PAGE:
[Show abstract] [Hide abstract]
    ABSTRACT: To estimate the cost-consequence of interventions to prevent hospitalizations for heart failure (HF) in people with type 2 diabetes. In HF events (63) from type 2 diabetes-related hospitalizations (N = 462) recorded in an Argentine hospital (March 2004-April 2005), we verified 1) the presence of one metabolic HF predictor (glycosylated hemoglobin [HbA1c] value) before hospitalization; and 2) in a simulation model, the resources needed for its prevention controlling such predictor during 6 months before and after the event. Sensitivity analysis of HF risk reduction, hospitalization cost, and cost of different treatments to achieve HbA1c 7% or less was performed with a Monte Carlo simulation (10,000 iterations). HF represented 14% of hospitalizations, with a 44% rehospitalization rate for the same cause. Due to the total estimated cost for an HF hospitalization event was $437.31, the prevention attained using our simulated treatment was $2326.51. The number needed to treat to prevent an HF event under any of the proposed alternatives to reduce HbA1c would be 3.57 (95% confidence interval 2.00-16.67). The additional cost of the simulated treatment versus the real one oscillates between $6423.91 and $8455.68. HbA1c control to reduce the number of HF events would be economically beneficial for health care payers.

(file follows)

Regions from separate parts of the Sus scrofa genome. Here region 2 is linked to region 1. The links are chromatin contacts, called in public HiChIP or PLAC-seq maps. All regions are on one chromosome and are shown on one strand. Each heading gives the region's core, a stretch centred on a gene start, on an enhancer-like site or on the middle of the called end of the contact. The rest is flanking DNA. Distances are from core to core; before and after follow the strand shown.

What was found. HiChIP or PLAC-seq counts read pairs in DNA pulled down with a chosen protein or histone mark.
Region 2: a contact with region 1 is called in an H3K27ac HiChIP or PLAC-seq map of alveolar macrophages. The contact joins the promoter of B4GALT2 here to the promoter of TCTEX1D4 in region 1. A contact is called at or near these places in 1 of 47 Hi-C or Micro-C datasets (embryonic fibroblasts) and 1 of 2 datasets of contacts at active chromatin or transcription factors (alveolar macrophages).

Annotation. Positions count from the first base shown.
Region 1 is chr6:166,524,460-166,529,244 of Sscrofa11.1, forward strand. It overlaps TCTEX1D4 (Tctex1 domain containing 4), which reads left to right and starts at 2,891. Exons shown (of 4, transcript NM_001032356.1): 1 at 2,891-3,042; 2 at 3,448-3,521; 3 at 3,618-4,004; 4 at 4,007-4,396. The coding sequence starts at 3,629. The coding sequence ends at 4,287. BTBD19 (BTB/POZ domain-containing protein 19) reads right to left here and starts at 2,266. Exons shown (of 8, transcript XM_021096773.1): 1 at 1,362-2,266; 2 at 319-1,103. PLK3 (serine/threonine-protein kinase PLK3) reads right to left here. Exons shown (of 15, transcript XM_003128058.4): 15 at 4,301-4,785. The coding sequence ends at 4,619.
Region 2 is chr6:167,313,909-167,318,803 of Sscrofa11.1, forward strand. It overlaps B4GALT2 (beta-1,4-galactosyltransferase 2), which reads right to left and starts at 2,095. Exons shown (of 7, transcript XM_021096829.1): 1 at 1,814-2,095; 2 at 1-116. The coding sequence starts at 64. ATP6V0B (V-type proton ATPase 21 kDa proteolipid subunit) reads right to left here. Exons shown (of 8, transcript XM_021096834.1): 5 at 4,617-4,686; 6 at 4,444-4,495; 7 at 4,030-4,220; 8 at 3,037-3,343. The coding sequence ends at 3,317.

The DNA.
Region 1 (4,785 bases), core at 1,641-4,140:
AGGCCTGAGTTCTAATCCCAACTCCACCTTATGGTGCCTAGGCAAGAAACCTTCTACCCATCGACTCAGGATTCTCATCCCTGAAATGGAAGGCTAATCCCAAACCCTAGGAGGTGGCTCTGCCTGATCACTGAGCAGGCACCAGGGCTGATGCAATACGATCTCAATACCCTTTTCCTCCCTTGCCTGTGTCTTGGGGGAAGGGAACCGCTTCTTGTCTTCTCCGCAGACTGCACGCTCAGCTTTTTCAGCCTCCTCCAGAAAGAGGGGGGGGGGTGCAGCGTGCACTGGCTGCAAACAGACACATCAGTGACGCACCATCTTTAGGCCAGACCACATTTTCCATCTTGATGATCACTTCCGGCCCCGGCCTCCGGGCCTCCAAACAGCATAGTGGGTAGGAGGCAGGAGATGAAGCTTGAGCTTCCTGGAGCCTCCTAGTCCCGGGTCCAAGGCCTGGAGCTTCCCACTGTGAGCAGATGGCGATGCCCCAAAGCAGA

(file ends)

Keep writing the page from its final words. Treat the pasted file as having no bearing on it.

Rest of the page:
Value in Health 07/2011; 14(5 Suppl 1):S20-3. DOI:10.1016/j.jval.2011.05.018 · 2.89 Impact Factor
  • Source
    [Show abstract] [Hide abstract]
    ABSTRACT: Validating an instrument for measuring the perceived quality of services received by people using hospitals forming part of the Colombian Ministry of Social Protection's restructuring, redesigning and modernisation programme for health-service providing networks. Sánchez and Echeverri's guidelines for validating health quality measurement scales were followed due to the lack of a valid instrument for doing this in Colombia. Conceptual synthesis led to identifying a structure of constituent indicators, domains and sub-domains regarding the perception of health service quality. A list of reactions (having a scale for categorising the replies) was analysed according to the validity of appearance, construct, criteria and utility as criteria for sensitivity and usefulness. Successive revisions and three rounds of field-trials led to producing PECASUSS, an acronym given to the instrument for measuring users' perception of health service quality (Percepción de Calidad Según Usuarios de Servicios de Salud). The guidelines effectively orientated the validation of the instrument required for measuring the perceived quality of health services received by people using hospitals forming part of the programme.
    Revista de salud publica (Bogota, Colombia) 10(3):443-51. DOI:10.1590/S0124-00642008000300009
Show more